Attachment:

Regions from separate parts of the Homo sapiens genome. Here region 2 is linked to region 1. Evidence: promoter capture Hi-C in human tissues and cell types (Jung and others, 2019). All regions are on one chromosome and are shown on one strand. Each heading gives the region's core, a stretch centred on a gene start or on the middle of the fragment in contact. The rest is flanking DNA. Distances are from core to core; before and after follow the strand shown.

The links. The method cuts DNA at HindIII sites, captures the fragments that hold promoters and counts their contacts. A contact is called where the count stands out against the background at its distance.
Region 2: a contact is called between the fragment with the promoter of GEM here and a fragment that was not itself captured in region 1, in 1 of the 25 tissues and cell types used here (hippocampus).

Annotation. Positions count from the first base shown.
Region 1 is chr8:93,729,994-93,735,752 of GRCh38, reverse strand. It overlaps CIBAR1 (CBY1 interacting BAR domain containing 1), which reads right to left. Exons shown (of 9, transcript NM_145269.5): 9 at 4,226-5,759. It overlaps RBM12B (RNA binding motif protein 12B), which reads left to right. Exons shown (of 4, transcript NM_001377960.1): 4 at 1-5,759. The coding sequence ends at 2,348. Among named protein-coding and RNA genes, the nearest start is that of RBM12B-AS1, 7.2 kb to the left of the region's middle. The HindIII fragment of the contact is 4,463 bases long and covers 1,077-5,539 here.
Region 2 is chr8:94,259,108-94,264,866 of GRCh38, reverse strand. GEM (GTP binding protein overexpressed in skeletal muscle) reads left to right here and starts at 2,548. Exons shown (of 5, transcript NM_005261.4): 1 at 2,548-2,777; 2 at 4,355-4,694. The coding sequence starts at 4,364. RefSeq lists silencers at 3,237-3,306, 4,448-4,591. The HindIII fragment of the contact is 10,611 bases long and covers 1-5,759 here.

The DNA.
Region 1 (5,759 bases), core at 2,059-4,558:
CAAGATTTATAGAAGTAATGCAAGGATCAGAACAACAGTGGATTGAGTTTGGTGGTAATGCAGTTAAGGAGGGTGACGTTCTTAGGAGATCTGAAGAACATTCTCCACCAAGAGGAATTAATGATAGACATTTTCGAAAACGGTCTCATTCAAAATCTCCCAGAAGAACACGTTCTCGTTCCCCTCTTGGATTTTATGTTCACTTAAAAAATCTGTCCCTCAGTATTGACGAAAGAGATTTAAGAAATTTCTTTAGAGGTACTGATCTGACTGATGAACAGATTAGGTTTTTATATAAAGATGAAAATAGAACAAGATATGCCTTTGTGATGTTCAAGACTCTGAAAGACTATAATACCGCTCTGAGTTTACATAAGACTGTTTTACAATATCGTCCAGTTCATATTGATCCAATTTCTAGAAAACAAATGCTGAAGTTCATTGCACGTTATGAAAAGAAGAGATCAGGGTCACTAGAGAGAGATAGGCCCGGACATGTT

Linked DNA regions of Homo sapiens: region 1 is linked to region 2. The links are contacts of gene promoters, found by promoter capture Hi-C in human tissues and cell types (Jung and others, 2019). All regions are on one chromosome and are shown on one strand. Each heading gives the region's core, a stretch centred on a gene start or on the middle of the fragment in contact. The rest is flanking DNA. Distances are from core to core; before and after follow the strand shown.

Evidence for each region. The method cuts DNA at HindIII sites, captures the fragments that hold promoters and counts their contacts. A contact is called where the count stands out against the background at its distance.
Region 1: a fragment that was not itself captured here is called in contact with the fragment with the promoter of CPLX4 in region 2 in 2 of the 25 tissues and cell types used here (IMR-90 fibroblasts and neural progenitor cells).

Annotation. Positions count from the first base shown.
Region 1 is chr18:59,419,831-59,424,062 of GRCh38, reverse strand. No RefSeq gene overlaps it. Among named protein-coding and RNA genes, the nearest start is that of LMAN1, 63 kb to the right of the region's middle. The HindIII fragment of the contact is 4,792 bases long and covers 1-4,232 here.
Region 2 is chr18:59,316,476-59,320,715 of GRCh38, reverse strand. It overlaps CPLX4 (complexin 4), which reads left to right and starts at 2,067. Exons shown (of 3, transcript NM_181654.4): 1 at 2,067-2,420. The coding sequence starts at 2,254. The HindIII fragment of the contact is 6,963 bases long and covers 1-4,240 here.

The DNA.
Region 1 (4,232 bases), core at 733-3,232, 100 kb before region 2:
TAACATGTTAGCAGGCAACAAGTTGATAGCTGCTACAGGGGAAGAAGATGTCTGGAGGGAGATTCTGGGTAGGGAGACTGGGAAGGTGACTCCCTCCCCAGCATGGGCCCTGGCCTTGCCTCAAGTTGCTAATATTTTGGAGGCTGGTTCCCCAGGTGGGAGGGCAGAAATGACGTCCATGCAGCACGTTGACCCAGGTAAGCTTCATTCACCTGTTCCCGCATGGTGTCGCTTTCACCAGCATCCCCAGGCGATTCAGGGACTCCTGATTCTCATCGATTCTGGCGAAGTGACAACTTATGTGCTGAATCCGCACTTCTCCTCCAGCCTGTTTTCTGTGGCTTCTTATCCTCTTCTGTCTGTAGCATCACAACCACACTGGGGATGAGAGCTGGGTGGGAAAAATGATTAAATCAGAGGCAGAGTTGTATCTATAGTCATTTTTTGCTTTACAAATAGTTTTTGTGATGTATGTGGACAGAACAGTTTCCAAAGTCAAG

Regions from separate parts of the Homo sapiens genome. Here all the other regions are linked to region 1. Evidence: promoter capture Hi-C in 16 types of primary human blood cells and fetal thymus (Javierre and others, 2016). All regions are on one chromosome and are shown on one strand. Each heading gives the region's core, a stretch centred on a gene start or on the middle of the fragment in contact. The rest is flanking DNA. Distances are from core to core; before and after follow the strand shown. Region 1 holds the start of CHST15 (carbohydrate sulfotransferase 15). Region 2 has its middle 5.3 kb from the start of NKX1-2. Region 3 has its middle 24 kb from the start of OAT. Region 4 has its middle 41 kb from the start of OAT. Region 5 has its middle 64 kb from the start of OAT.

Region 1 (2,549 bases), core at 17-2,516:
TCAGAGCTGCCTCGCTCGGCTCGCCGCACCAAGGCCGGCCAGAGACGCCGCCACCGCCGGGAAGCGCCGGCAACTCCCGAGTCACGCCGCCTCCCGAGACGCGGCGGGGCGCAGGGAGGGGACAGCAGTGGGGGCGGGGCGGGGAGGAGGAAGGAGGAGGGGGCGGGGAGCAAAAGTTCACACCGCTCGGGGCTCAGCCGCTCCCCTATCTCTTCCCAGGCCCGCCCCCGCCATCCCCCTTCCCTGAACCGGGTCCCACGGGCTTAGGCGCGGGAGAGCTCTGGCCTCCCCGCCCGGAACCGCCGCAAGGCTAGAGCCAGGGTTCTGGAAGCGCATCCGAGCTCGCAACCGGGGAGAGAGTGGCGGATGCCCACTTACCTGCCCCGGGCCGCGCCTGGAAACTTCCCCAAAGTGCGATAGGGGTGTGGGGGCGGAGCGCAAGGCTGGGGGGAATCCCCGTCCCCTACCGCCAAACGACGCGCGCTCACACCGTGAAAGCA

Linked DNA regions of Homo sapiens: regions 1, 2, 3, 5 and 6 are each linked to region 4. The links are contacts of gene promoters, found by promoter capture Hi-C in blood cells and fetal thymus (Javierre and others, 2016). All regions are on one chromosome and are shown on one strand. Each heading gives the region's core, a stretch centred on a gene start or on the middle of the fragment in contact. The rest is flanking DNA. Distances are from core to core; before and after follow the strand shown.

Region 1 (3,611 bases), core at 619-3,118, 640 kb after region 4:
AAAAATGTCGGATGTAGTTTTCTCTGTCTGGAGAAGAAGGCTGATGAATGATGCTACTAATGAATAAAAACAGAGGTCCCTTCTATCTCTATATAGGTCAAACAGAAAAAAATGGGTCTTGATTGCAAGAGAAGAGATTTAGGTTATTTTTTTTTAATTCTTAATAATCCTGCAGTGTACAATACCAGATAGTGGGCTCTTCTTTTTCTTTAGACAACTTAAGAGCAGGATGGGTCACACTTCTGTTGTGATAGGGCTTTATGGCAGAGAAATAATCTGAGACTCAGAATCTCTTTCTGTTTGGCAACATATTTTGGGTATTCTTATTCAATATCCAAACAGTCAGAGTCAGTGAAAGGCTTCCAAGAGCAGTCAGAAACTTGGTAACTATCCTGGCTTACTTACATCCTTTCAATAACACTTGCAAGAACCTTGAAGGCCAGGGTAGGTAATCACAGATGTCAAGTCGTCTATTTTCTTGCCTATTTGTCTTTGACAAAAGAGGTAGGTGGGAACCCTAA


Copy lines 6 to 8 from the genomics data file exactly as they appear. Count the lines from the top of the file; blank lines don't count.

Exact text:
Region 2 is chr8:94,259,108-94,264,866 of GRCh38, reverse strand. GEM (GTP binding protein overexpressed in skeletal muscle) reads left to right here and starts at 2,548. Exons shown (of 5, transcript NM_005261.4): 1 at 2,548-2,777; 2 at 4,355-4,694. The coding sequence starts at 4,364. RefSeq lists silencers at 3,237-3,306, 4,448-4,591. The HindIII fragment of the contact is 10,611 bases long and covers 1-5,759 here.

The DNA.
Region 1 (5,759 bases), core at 2,059-4,558: